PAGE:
Updated: Jul 2, 2019
President Trump is so riled up by House Intelligence Committee Chairman Adam Schiff's refusal to believe Attorney General William P. Barr's four-page cliff notes of the Mueller Russia investigation report that he's resorted to what he does best, name calling.
When Trump feels threatened, his history has been to attack and that's now resulted in a new shirt being sold by the Trump 2020 reelection campaign mocking Schiff, dubbed by Trump as "Pencil Neck." Actually, it is so tempting to toss it back at Trump in kind. Could he be called "Blubber Neck?"
But I won't do that. Wait. I just did.
Sorry, but I'm just a retired keyboard crusader (I was dubbed that by one of my friends who is a Trump loyalist), not the president of the United States. So if I toss a little crap back at Trump, it won't really affect anyone except to piss off his supporters. So, who cares?
Trump, however, has the biggest audience possible -- the entire world. And whenever he is threatened or angered, what does he do? He calls people names and mocks them. From "Crooked Hillary" to "Lying
James Comey," Trump has used this childish tactic to get attention and denigrate his enemies. Remember "Rocket Man?" Oh yea, now they have a "beautiful" relationship, I forgot.
This name for Rep. Schiff (D-CA), however, seems different. It smells of fear.
All week Trump and his allies have gloated, trotting out Barr's four-pager as proof that the president has been cleared of any wrong doing in connection with Russia's attempt to fix the 2016 election in favor of Putin's pal, Donald Trump. And many people have believed them, never thinking past the fact that Trump put Barr in his job to do exactly what he did.
So when Schiff boldly called them out on Thursday, Trump flinched. The result, the stupid "pencil neck" shirt shown above. But here is just a part of what Schiff had to say:
"“The Russians offered dirt on a Democratic candidate for president as part of what was described as the Russian government’s effort to help the Trump campaign.
“When that was offered to the son of the president, who had a pivotal role in the campaign, the president’s son did not call the FBI, he did not adamantly refuse that foreign help. Instead that son said that he would love the help of the Russians.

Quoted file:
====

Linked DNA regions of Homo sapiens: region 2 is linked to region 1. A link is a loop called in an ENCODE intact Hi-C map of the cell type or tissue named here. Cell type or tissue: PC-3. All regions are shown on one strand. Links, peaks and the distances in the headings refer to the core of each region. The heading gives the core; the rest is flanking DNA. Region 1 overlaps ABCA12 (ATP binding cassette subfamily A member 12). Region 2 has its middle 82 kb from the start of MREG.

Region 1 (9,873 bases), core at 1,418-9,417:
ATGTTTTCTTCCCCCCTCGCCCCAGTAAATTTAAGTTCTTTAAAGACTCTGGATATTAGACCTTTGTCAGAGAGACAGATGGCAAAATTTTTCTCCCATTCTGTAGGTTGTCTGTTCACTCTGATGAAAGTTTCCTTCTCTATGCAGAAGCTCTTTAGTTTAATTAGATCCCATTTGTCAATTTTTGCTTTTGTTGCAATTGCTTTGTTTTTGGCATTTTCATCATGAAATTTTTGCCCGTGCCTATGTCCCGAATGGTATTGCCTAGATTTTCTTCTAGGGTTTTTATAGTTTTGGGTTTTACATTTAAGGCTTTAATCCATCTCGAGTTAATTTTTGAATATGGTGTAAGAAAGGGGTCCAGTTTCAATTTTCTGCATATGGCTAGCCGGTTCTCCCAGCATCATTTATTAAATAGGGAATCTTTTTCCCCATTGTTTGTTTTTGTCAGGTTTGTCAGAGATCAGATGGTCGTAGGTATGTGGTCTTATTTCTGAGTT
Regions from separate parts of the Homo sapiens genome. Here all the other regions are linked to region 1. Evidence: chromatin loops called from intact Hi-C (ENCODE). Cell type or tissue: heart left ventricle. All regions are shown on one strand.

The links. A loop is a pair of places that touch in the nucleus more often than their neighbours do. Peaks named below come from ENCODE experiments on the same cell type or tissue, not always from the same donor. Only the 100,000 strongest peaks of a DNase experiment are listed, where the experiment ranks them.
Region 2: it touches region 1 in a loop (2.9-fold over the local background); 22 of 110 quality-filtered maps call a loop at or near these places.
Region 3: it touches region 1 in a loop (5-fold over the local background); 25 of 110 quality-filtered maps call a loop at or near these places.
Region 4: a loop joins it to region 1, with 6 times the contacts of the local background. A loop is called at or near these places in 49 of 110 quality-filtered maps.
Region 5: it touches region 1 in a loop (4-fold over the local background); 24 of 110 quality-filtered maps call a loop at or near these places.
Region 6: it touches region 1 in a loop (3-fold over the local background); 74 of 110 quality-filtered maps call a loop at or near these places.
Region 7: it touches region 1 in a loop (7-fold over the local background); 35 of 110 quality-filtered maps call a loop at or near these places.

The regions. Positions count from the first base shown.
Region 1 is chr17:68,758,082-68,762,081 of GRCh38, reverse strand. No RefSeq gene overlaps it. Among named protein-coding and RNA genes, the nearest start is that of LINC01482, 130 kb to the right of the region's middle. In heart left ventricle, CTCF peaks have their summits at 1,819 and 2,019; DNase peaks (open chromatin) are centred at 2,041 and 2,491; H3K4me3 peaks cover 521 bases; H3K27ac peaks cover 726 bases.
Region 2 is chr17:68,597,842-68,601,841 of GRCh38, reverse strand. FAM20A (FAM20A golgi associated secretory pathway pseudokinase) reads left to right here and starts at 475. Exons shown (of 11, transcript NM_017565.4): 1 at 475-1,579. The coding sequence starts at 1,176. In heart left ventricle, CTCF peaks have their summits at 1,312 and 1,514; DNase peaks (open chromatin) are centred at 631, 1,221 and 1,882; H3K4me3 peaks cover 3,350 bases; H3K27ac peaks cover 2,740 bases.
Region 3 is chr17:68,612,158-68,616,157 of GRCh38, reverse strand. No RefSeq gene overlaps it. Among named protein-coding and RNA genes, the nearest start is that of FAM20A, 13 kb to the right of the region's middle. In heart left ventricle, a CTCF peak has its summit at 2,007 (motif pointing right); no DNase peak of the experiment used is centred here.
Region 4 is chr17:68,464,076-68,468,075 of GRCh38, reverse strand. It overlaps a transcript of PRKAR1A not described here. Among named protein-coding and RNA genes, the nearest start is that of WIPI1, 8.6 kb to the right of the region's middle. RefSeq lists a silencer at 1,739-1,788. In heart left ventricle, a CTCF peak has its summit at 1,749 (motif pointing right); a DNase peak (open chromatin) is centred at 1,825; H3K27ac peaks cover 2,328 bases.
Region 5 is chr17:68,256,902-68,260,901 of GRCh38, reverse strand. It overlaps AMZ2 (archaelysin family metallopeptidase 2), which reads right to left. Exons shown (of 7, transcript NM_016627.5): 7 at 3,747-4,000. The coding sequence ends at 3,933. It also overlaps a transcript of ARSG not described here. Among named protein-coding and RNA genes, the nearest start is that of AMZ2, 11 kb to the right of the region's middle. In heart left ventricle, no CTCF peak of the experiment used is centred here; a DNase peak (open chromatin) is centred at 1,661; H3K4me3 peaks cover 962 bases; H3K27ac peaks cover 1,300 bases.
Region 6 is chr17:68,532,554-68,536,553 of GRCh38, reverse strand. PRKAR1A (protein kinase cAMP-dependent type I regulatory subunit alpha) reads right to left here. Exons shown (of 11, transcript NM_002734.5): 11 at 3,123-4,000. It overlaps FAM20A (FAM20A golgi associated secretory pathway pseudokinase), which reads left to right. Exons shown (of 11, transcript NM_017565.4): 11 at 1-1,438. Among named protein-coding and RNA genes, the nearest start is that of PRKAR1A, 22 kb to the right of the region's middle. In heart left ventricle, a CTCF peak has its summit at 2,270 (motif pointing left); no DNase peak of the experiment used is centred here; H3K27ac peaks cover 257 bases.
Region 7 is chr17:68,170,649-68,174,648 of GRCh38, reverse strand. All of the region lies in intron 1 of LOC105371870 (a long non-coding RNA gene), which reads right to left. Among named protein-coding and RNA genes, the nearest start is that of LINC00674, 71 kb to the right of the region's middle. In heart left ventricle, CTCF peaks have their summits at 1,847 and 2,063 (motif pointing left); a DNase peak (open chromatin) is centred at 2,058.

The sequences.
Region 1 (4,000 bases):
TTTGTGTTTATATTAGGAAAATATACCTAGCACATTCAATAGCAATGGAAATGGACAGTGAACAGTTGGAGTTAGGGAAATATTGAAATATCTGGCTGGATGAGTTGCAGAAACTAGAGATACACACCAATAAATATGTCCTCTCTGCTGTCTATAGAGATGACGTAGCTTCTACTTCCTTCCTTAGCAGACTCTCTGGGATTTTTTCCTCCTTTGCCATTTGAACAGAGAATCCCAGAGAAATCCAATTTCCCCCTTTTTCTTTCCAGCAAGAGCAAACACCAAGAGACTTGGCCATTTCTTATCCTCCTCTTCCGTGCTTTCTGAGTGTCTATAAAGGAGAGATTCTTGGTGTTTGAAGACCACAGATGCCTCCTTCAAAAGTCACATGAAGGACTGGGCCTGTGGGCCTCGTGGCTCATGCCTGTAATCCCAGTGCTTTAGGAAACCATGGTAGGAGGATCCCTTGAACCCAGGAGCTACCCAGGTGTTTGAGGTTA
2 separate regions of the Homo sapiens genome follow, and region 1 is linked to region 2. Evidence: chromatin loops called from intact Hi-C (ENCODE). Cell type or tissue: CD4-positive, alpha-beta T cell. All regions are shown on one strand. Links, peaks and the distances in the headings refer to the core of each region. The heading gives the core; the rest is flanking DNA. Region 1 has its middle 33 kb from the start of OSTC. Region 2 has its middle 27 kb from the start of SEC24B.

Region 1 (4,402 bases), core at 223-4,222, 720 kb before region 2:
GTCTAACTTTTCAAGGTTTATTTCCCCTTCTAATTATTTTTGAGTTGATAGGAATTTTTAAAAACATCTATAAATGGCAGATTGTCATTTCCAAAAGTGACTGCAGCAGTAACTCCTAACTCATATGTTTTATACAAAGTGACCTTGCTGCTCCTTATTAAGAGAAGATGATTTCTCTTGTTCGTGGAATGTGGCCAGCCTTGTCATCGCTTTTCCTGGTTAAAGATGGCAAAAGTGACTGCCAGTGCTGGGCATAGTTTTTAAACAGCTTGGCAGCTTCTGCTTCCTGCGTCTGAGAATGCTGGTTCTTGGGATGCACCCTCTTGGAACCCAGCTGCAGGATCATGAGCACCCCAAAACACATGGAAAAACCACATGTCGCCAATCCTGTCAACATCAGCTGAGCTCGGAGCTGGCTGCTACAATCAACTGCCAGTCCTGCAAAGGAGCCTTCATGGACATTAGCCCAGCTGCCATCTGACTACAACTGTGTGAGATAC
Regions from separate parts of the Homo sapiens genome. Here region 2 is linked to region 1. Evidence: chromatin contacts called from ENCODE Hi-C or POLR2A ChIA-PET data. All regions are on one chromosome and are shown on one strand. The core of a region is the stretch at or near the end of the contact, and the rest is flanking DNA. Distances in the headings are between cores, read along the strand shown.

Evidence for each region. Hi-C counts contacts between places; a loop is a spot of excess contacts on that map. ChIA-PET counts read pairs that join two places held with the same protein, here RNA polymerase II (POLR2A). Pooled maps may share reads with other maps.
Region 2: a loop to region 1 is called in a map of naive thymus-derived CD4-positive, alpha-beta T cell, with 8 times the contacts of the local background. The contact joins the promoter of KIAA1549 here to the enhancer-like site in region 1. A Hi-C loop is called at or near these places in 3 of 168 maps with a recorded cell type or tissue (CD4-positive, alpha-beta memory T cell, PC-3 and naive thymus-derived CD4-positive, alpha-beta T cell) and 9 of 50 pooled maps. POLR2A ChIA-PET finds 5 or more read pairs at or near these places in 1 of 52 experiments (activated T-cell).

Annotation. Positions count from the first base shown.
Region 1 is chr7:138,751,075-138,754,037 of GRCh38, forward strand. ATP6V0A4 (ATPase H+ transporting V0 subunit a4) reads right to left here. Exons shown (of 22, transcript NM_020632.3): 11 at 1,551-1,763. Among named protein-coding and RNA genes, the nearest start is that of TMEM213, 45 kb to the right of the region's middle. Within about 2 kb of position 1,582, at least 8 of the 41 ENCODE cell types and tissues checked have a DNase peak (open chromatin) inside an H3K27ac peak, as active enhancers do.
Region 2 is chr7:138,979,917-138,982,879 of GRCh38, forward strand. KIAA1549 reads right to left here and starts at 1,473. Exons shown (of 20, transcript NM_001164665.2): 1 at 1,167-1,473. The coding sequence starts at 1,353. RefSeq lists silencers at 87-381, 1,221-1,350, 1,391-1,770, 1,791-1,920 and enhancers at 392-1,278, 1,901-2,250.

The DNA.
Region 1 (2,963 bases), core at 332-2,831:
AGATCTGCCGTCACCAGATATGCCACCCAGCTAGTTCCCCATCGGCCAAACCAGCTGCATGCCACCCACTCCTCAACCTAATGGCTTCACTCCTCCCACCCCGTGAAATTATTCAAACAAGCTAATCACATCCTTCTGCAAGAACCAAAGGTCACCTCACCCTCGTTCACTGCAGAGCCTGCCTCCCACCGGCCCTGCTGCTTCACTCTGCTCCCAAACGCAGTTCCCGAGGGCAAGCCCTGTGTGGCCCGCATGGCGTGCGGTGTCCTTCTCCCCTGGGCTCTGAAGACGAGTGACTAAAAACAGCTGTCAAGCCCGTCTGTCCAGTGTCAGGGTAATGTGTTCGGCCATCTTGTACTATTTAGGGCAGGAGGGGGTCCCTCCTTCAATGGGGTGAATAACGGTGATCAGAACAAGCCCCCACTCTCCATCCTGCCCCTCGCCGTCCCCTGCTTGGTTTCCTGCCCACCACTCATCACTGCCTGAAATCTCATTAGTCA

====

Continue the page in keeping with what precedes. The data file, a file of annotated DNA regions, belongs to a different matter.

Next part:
“Paul Manafort, the campaign chair, someone with great experience in running campaigns, also took that meeting…. The president’s son-in-law also took that meeting…. They concealed it from the public…. Their only disappointment after that meeting was that the dirt they received on Hillary Clinton wasn’t better.”
And Schiff kept going. Through Manafort’s offer of campaign information in exchange for debt forgiveness; through his offer of campaign polling data to someone linked to Russian intelligence; through Jared Kushner’s attempt to open a Russian back channel; through Trumpworld contacts with the GRU (“a hostile intelligence agency”); through denied-but-true Moscow Trump Tower negotiations and the promulgation of a “new and more favorable policy toward the Russians” as Trump sought “the Russians’ help — the Kremlin’s help” to make himself a fortune.
Call me crazy, Schiff said, but it all strikes me as immoral, unethical, corrupt — and, yes, as collusion, even if it isn’t part of a criminal conspiracy.
Throughout his incantation, Schiff repeated the phrase: “You might think it’s OK that…” as he walked through the facts. Since he delivered the litany, no one has called him on a single error. And yet, Republicans on the committee seemed to find all the evidence of Trump’s treachery OK.
None of this is OK. And neither is Trump's stupid, juvenile name calling.